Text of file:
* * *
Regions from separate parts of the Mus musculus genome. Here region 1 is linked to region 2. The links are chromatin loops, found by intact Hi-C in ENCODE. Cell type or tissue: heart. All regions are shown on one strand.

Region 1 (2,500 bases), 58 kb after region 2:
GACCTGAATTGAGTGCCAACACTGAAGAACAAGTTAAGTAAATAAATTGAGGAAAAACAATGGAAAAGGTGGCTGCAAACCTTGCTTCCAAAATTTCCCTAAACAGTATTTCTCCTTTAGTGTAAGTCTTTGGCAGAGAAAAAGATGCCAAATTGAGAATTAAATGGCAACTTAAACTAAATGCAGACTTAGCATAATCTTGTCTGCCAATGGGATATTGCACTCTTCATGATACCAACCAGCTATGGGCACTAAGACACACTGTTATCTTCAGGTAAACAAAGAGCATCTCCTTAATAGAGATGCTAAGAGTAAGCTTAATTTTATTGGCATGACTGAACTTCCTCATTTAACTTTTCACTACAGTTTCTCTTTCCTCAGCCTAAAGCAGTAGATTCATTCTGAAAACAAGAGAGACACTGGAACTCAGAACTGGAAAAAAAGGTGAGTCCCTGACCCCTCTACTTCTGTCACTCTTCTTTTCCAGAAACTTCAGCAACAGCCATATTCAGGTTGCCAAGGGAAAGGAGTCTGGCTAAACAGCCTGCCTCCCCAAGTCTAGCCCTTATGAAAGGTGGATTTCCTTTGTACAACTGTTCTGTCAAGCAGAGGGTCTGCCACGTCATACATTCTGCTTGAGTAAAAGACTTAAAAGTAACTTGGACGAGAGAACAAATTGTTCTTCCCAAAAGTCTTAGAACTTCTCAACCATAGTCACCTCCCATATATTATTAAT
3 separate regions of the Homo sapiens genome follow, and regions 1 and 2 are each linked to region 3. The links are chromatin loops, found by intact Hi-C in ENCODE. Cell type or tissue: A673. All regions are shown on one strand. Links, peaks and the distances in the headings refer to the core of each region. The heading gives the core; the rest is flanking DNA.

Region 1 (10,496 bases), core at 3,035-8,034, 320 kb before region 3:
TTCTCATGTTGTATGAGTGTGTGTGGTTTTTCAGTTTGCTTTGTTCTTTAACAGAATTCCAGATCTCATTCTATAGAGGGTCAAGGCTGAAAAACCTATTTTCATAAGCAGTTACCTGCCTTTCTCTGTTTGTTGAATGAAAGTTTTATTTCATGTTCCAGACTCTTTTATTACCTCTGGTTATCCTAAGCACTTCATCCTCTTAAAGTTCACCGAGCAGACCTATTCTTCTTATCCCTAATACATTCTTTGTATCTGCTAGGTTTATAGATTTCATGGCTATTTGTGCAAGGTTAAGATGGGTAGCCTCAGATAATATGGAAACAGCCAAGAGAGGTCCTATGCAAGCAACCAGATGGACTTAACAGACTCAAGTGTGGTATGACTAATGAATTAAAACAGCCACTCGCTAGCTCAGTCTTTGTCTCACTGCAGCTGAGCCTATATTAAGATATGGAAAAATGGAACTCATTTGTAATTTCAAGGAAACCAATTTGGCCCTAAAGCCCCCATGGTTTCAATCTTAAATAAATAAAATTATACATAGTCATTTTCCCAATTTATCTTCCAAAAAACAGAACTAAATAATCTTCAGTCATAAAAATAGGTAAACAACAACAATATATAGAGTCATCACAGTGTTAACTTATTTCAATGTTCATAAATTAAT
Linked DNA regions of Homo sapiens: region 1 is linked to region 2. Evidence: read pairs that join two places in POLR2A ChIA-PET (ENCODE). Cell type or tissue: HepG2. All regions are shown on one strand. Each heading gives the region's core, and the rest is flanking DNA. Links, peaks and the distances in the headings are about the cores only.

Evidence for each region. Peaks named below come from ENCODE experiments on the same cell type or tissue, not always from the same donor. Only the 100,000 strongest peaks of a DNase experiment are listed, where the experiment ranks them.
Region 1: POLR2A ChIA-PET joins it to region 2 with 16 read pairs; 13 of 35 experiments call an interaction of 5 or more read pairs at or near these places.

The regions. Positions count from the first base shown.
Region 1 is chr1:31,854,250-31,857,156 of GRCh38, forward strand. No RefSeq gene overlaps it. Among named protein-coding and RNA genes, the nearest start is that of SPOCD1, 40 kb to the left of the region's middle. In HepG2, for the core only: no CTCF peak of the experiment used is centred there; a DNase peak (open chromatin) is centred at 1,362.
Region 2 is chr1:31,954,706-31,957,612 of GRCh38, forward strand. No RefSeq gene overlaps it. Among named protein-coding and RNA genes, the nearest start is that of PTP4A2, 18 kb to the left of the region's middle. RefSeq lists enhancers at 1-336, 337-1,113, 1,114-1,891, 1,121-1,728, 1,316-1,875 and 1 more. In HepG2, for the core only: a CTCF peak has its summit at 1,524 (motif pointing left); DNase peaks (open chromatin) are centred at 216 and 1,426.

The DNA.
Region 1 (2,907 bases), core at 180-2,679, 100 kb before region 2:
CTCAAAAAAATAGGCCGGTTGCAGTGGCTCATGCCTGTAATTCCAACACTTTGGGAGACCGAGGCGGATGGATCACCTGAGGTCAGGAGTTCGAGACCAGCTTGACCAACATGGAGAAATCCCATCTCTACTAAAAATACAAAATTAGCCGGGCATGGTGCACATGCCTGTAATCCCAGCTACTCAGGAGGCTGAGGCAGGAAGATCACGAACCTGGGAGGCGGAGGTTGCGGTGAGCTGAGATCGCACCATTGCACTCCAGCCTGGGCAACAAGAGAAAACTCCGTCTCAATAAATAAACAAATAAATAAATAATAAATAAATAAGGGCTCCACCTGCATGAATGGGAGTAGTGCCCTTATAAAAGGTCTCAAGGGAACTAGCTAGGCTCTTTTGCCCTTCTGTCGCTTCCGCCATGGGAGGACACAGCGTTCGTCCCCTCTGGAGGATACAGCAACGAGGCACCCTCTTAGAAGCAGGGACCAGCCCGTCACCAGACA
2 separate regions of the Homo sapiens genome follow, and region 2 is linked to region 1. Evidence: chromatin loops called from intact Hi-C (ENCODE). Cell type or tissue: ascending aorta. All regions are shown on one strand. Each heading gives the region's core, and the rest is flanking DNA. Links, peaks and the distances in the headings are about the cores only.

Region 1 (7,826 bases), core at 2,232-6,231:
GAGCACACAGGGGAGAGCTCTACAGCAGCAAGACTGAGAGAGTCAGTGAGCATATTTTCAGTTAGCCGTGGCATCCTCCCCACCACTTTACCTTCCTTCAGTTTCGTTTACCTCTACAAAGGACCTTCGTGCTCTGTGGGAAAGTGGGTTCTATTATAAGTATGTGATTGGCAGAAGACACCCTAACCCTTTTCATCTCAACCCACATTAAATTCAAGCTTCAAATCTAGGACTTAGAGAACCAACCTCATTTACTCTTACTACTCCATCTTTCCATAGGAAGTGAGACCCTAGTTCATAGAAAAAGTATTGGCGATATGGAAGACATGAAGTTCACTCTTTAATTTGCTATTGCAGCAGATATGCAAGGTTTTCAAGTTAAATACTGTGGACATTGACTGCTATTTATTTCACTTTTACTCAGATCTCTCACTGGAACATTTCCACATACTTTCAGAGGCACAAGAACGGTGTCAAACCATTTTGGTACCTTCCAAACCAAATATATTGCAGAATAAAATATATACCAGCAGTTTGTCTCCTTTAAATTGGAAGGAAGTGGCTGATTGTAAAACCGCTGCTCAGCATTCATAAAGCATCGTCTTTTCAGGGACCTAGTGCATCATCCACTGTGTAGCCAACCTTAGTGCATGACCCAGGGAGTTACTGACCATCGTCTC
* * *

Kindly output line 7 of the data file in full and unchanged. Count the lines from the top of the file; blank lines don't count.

Linked DNA regions of Homo sapiens: region 1 is linked to region 2. Evidence: read pairs that join two places in POLR2A ChIA-PET (ENCODE). Cell type or tissue: HepG2. All regions are shown on one strand. Each heading gives the region's core, and the rest is flanking DNA. Links, peaks and the distances in the headings are about the cores only.